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Diabetes Management DPP-4 Inhibitors
Dipeptidyl Peptidase-4 Inhibitors and the Management of Hyperglycemia
Pamela M Katz, MD
1
and Lawrence A Leiter, MD
2
1. Resident, Division of Endocrinology and Metabolism, University of Toronto;
2. Head, Division of Endocrinology and Metabolism, St Michael’s Hospital, and Professor of Medicine and Nutritional Sciences, University of Toronto
Abstract
Incretin-based therapies, including both glucagon-like peptide 1 (GLP-1) analogs and dipeptidyl peptidase-4 (DPP-4) inhibitors, are increasingly
being used for the treatment of type 2 diabetes. GLP-1 and glucose-dependent insulinotropic polypeptide (GIP) are gut-derived incretin
hormones that regulate glucose through co-ordinated effects on pancreatic alpha and beta cells. DPP-4 inhibitors enhance the effects of
endogenous, active GLP-1 and GIP by inhibiting the enzyme responsible for their degradation. These agents lower glycated hemoglobin (HbA
1c
)
and help patients achieve glycemic targets, yet are weight-neutral and, due to their glucose-dependant mechanism of action, carry minimal risk
of hypoglycemia. Furthermore, incretin-based therapies may alter disease progression through preservation of beta-cell mass and function.
Although initially recommended for use in the early stages of type 2 diabetes, DPP-4 inhibitors appear to maintain their glycemic efficacy across
the continuum of disease. They can be used either as monotherapy or in dual or triple combination therapy with other oral antihyperglycemic
agents, and potentially also in combination with insulin. This review will focus on DPP-4 inhibitors and current clinical trial evidence to support
their use in the management of hyperglycemia in type 2 diabetes.
Keywords
Type 2 diabetes, incretin, DPP-4 inhibitors, dipeptidyl peptidase-4, sitagliptin, vildagliptin, saxagliptin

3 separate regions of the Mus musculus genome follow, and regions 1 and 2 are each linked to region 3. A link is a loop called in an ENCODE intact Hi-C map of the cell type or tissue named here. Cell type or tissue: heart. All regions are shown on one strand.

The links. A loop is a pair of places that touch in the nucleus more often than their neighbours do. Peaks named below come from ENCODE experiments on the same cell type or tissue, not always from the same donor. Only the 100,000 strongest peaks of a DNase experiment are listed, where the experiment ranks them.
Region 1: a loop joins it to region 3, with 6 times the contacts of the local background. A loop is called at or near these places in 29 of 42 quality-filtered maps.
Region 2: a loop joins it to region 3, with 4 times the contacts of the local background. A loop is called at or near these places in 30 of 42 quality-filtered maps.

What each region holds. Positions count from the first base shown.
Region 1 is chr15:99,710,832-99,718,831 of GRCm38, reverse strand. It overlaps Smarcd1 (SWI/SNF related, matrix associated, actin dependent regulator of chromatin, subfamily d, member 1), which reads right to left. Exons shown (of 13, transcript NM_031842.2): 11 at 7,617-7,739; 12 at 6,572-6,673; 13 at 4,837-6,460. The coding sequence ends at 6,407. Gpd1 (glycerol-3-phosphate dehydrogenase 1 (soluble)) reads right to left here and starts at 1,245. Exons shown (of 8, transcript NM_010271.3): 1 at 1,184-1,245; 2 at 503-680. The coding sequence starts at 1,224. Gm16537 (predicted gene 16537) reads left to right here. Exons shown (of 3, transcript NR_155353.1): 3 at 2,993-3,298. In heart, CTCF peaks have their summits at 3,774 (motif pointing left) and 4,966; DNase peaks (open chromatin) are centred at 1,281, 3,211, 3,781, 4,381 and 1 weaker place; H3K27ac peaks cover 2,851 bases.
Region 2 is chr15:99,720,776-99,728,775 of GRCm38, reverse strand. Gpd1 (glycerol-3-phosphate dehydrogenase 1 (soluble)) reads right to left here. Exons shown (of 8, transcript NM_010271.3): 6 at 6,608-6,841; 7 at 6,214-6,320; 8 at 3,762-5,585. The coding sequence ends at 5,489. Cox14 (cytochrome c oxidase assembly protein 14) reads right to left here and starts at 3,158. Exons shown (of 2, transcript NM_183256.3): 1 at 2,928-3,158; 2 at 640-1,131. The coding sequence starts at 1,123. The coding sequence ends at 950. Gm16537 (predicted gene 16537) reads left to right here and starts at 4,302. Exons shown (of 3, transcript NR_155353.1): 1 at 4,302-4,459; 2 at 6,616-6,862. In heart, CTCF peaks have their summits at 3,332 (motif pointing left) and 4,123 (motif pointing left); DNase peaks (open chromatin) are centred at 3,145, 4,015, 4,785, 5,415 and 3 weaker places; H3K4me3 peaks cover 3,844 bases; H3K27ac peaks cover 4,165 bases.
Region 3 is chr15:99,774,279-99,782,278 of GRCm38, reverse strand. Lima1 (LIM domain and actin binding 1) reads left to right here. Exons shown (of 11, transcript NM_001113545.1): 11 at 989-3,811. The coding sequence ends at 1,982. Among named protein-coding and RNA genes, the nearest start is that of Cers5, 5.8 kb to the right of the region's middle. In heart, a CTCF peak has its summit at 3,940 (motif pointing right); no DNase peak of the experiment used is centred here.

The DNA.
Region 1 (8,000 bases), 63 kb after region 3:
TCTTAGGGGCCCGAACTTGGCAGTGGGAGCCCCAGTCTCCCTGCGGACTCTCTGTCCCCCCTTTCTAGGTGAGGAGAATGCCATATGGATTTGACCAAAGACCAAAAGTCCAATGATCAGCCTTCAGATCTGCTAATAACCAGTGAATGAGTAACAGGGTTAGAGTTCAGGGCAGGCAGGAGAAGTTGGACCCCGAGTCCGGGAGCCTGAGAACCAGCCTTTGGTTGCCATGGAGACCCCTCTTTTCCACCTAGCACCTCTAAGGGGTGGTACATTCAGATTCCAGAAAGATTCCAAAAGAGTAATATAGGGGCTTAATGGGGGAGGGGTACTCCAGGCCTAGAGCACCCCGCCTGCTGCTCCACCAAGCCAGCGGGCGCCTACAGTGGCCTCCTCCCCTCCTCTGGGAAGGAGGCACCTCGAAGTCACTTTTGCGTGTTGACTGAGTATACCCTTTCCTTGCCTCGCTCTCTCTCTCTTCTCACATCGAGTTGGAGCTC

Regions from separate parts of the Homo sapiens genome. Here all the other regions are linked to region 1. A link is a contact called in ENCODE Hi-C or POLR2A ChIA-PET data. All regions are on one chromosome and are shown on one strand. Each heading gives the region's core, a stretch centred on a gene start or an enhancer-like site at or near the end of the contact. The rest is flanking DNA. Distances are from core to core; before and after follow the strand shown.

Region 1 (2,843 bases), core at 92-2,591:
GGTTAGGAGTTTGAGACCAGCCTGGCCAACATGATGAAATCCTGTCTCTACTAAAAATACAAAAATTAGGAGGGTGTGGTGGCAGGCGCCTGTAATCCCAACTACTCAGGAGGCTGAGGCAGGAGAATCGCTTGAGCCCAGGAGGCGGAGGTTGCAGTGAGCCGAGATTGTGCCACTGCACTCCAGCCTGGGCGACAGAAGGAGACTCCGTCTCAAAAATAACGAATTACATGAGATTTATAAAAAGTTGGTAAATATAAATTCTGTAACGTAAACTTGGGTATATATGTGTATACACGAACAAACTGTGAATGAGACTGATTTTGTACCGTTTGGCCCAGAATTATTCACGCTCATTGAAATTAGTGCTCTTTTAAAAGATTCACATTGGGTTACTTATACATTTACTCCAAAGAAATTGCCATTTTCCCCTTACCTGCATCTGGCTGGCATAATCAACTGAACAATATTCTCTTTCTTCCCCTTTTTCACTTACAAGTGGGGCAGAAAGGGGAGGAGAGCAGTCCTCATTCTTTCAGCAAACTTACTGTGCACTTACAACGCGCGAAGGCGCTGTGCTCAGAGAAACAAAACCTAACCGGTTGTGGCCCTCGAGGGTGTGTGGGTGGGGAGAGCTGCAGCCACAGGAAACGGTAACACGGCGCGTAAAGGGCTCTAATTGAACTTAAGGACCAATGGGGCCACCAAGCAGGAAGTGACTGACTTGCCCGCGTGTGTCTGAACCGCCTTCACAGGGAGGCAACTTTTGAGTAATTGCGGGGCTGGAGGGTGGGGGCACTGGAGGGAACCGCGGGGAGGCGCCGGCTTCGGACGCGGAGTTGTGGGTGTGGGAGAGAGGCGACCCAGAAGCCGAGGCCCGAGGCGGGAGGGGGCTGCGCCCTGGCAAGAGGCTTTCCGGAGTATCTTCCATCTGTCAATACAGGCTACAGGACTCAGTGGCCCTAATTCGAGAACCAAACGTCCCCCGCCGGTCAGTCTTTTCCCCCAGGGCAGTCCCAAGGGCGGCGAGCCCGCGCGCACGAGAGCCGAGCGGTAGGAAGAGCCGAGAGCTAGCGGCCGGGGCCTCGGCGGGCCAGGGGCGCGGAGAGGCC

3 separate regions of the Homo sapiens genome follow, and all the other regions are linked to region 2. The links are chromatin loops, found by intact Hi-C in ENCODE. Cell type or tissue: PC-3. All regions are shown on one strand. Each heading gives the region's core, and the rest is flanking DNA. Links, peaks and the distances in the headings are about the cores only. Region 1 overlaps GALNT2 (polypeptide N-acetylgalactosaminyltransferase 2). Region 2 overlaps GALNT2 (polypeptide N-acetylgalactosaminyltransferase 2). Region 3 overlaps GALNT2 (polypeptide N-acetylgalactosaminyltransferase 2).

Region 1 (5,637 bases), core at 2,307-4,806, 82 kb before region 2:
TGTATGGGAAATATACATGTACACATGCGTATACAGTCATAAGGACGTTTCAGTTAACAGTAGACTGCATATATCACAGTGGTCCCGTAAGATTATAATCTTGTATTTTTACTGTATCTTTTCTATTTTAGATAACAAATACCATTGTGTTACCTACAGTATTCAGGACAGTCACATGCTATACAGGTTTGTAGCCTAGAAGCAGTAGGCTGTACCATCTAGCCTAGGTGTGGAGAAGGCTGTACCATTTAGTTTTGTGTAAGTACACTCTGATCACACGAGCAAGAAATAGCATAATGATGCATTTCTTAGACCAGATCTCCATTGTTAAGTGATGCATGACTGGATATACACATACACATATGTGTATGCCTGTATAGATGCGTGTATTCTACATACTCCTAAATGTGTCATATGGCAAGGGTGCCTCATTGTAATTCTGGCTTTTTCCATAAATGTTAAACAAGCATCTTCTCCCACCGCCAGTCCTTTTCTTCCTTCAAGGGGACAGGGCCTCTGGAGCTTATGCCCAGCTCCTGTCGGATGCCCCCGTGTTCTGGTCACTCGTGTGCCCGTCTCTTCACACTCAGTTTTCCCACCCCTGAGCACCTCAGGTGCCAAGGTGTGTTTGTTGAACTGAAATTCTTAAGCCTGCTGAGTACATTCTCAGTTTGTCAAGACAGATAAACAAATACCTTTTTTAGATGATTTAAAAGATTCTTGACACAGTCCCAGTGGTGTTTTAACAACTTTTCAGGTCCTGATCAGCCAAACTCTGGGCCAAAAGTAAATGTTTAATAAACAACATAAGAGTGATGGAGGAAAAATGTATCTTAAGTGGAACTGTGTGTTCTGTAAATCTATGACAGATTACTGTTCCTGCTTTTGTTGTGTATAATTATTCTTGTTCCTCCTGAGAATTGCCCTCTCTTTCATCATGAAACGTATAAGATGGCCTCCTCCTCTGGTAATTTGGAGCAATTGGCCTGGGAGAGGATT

Disclosures: Pamela M Katz, MD, has no conflicts of interest to declare. Lawrence A Leiter, MD, has received research funding from, provided continuing medical education (CME)
on behalf of, and acted as a consultant to AstraZeneca, BMS, BI, Eli Lilly, GSK, Merck, Novartis, Novo Nordisk, Roche, sanofi-aventis, and Servier.
Received: November 15, 2009 Accepted: December 8, 2009
Correspondence: Lawrence A Leiter, MD, Head, Division of Endocrinology & Metabolism, St Michael's Hospital, 61 Queen St East #6121, Toronto, Ontario, Canada M5C 2T2.
E: leiterl@smh.toronto.on.ca
The global prevalence of diabetes has increased dramatically in recent (not approved in the US at present). Caution must be employed when
years and is predicted to rise substantially further to 440 million by comparing efficacy between trials, as the degree of glucose lowering
2030.
1,2
Patients with type 2 diabetes face an increased risk of achieved depends in large part on baseline glycated hemoglobin (HbA
1c
).
microvascular and macrovascular complications leading to significant
morbidity and mortality and enormous healthcare expenditures. Despite Incretin Physiology
the proven benefits of intensive glycemic control, particularly with The incretin effect refers to the augmentation of glucose-stimulated
respect to microvascular disease,
3
the evidence-based goals are insulin secretion by intestinally derived peptides that are released in the
frequently not achieved.
4
presence of nutrients or glucose in the gut.
12
Two gastrointestinal
peptide hormones mainly mediate this response: glucose-dependent
The progressive nature of type 2 diabetes, largely driven by a relentless insulinotropic polypeptide (GIP) and glucagon-like peptide 1 (GLP-1).
13,14
decline in beta-cell function, leads to an inevitable need for escalation of
treatment strategies.
5–7
Persistent hyperglycemia may hasten this decline GLP-1 and GIP activate G-protein-coupled receptors on pancreatic
through an effect known as glucotoxicity. Unfortunately, intensification of beta cells to stimulate insulin secretion.
15
GLP-1 also acts on alpha
therapy has often led to undesirable side effects, including hypoglycemia cells to inhibit the secretion of glucagon, thereby decreasing hepatic
and weight gain, and may not adequately control post-prandial glucose glucose production. Effects on alpha and beta cells are glucose-
excursions.
8
These and other factors contribute to clinical inertia, resulting dependent, therefore incretin-based therapies carry minimal risk for
in unnecessary and disadvantageous delays to initiation of appropriate hypoglycemia.
15
Further effects of GLP-1 include inhibition of gastric
therapy.
9–11
Understanding of incretin physiology has led to the emptying and a sense of satiety, which may contribute to reduced
development of novel agents that successfully address several of these caloric intake.
13–15
The incretin effect is impaired in patients with type 2
barriers. In this review, we will present the evidence for three DPP-4 diabetes, mainly due to reduced levels of active GLP-1, as well as
inhibitors currently in clinical use: sitagliptin, saxagliptin, and vildagliptin defective GIP activity despite normal or increased levels.
16–20
© TOUCH BRIEFINGS 2009 63
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